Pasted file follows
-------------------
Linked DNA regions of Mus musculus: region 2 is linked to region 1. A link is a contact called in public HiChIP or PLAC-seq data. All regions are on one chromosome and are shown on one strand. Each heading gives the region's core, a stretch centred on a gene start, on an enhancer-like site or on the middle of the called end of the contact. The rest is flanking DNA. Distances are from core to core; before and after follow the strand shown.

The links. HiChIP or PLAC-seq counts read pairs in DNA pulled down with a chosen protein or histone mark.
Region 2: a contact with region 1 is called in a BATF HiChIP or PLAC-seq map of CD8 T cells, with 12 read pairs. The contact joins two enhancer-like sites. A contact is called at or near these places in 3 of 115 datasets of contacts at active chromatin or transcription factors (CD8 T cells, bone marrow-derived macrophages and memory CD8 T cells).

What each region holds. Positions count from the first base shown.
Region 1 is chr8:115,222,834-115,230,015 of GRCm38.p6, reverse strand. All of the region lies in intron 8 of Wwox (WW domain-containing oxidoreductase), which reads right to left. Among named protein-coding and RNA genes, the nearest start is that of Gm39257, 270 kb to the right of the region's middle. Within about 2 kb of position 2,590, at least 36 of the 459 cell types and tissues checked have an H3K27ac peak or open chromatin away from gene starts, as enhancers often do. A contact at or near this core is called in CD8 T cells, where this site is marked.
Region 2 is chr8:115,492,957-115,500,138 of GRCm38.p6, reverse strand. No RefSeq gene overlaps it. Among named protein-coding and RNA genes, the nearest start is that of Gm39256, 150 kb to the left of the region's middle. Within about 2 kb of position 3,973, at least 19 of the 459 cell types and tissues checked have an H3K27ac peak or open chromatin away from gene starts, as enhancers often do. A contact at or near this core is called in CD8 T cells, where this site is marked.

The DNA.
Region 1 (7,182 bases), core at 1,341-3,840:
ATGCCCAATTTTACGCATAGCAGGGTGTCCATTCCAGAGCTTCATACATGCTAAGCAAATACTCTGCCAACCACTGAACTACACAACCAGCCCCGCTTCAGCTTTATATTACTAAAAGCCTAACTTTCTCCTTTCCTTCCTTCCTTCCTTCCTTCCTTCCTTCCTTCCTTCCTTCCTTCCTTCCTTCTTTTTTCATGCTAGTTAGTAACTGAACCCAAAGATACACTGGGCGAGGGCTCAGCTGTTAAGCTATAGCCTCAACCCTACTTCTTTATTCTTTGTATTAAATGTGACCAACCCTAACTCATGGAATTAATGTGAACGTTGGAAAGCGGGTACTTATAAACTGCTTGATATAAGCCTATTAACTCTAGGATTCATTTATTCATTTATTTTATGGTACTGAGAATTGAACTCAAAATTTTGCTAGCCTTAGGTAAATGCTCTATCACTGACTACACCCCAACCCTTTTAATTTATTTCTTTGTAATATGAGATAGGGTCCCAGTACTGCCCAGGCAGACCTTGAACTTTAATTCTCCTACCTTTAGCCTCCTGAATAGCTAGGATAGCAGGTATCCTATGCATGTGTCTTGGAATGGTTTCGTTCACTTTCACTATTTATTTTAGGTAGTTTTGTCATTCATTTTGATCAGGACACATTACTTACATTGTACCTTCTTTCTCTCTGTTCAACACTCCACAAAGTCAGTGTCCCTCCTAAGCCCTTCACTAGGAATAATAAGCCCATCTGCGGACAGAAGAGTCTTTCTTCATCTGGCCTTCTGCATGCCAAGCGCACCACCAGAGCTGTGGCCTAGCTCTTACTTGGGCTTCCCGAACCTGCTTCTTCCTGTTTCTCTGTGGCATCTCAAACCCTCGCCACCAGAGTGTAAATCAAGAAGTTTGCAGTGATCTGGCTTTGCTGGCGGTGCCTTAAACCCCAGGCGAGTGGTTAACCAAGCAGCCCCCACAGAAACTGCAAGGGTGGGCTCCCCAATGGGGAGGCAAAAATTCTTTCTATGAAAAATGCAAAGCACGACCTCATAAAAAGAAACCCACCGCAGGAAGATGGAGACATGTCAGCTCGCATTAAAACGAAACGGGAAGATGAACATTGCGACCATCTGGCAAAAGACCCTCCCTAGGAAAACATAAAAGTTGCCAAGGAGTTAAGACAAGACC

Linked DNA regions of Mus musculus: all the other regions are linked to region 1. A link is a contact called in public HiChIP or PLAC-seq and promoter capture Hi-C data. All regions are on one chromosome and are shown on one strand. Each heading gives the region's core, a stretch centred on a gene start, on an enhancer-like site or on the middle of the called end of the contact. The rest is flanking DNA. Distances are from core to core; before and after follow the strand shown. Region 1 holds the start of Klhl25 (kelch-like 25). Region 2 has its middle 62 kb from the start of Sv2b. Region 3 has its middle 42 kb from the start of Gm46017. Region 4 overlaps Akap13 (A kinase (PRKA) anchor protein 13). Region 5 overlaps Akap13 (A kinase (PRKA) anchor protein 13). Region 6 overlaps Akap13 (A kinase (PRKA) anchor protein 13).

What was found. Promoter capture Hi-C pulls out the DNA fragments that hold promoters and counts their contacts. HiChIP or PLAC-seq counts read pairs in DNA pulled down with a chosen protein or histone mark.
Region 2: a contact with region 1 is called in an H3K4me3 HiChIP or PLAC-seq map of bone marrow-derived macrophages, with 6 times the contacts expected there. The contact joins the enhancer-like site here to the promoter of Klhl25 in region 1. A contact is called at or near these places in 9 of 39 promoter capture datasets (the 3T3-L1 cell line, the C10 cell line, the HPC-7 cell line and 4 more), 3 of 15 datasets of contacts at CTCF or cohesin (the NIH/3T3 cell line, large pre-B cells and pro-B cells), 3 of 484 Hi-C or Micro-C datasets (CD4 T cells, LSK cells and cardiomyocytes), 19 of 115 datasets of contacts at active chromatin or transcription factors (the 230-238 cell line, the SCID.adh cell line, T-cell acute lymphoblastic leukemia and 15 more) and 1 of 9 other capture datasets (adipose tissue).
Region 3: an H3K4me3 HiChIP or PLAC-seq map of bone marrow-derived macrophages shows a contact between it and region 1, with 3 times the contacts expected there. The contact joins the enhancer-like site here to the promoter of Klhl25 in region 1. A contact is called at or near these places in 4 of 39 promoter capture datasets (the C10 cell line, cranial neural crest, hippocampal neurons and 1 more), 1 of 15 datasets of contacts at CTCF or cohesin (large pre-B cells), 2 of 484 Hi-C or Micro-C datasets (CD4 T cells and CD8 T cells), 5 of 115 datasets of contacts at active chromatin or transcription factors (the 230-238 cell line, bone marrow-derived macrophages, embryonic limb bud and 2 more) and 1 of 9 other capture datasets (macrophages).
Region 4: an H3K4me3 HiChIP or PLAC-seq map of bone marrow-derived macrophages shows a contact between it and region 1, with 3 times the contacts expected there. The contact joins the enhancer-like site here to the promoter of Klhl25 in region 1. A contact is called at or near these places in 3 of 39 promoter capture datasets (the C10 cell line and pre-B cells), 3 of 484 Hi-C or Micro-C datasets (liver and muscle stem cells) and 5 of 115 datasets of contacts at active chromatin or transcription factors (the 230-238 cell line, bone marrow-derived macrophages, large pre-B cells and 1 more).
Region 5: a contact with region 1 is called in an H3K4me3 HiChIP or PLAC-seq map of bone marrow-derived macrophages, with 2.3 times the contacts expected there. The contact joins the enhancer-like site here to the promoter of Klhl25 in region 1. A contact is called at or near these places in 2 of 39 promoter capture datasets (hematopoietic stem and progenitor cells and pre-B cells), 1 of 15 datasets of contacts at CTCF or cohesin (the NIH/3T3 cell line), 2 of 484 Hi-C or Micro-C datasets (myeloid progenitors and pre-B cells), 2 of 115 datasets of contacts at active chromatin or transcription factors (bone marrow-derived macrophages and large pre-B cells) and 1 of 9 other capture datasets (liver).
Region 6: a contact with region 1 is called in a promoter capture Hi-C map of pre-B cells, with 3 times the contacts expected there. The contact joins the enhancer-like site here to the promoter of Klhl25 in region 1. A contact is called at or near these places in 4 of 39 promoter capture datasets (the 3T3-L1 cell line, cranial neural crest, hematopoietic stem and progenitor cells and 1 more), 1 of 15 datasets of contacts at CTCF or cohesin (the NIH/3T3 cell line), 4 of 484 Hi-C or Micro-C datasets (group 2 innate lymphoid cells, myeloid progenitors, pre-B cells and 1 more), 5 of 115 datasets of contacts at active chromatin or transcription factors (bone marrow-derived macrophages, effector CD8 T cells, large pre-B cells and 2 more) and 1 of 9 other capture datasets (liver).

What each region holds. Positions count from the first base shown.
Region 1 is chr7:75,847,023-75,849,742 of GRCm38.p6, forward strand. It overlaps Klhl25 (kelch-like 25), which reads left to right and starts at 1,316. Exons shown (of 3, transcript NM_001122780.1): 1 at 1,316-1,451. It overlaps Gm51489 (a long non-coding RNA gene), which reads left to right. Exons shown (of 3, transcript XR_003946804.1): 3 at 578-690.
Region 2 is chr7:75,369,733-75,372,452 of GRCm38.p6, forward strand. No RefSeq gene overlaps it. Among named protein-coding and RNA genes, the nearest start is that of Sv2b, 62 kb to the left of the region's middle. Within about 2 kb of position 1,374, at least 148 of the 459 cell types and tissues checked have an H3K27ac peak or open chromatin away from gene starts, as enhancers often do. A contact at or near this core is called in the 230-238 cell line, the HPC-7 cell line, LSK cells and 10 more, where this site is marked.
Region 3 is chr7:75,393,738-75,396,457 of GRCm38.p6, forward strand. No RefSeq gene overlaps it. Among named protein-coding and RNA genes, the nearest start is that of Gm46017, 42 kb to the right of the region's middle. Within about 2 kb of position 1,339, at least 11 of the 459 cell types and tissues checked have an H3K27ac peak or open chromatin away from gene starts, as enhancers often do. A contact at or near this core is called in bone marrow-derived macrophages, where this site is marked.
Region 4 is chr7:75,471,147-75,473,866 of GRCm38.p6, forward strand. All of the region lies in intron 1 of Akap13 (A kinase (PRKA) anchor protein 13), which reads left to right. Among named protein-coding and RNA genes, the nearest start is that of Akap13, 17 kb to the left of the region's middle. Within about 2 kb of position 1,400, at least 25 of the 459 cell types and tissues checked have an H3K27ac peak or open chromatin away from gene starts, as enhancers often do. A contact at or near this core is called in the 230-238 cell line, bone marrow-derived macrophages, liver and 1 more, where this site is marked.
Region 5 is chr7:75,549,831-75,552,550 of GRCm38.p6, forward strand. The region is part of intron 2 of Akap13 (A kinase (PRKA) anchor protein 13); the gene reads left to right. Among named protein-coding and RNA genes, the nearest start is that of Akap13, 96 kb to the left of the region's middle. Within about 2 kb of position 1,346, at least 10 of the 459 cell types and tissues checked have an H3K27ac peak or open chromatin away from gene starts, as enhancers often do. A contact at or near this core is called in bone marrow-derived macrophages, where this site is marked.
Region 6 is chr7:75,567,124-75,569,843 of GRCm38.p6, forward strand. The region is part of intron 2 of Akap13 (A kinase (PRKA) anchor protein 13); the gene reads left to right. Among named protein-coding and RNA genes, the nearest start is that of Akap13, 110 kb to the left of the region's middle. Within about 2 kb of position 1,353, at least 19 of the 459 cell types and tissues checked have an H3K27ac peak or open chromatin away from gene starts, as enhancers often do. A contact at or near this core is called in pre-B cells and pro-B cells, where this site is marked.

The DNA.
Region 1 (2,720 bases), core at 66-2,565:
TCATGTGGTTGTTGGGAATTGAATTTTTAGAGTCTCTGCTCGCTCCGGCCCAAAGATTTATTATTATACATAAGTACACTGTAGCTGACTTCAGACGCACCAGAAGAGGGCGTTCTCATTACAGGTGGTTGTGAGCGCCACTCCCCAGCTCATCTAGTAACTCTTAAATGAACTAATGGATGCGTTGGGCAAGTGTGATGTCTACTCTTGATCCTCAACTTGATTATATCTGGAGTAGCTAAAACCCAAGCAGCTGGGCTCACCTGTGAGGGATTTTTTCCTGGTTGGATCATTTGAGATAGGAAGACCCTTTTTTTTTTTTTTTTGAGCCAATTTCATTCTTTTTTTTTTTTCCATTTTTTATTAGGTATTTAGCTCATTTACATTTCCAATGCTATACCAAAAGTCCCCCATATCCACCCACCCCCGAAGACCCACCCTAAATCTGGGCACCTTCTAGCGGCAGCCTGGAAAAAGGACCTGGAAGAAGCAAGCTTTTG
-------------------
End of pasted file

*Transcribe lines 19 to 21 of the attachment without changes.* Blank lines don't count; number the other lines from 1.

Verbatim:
Region 2 is chr7:75,369,733-75,372,452 of GRCm38.p6, forward strand. No RefSeq gene overlaps it. Among named protein-coding and RNA genes, the nearest start is that of Sv2b, 62 kb to the left of the region's middle. Within about 2 kb of position 1,374, at least 148 of the 459 cell types and tissues checked have an H3K27ac peak or open chromatin away from gene starts, as enhancers often do. A contact at or near this core is called in the 230-238 cell line, the HPC-7 cell line, LSK cells and 10 more, where this site is marked.
Region 3 is chr7:75,393,738-75,396,457 of GRCm38.p6, forward strand. No RefSeq gene overlaps it. Among named protein-coding and RNA genes, the nearest start is that of Gm46017, 42 kb to the right of the region's middle. Within about 2 kb of position 1,339, at least 11 of the 459 cell types and tissues checked have an H3K27ac peak or open chromatin away from gene starts, as enhancers often do. A contact at or near this core is called in bone marrow-derived macrophages, where this site is marked.
Region 4 is chr7:75,471,147-75,473,866 of GRCm38.p6, forward strand. All of the region lies in intron 1 of Akap13 (A kinase (PRKA) anchor protein 13), which reads left to right. Among named protein-coding and RNA genes, the nearest start is that of Akap13, 17 kb to the left of the region's middle. Within about 2 kb of position 1,400, at least 25 of the 459 cell types and tissues checked have an H3K27ac peak or open chromatin away from gene starts, as enhancers often do. A contact at or near this core is called in the 230-238 cell line, bone marrow-derived macrophages, liver and 1 more, where this site is marked.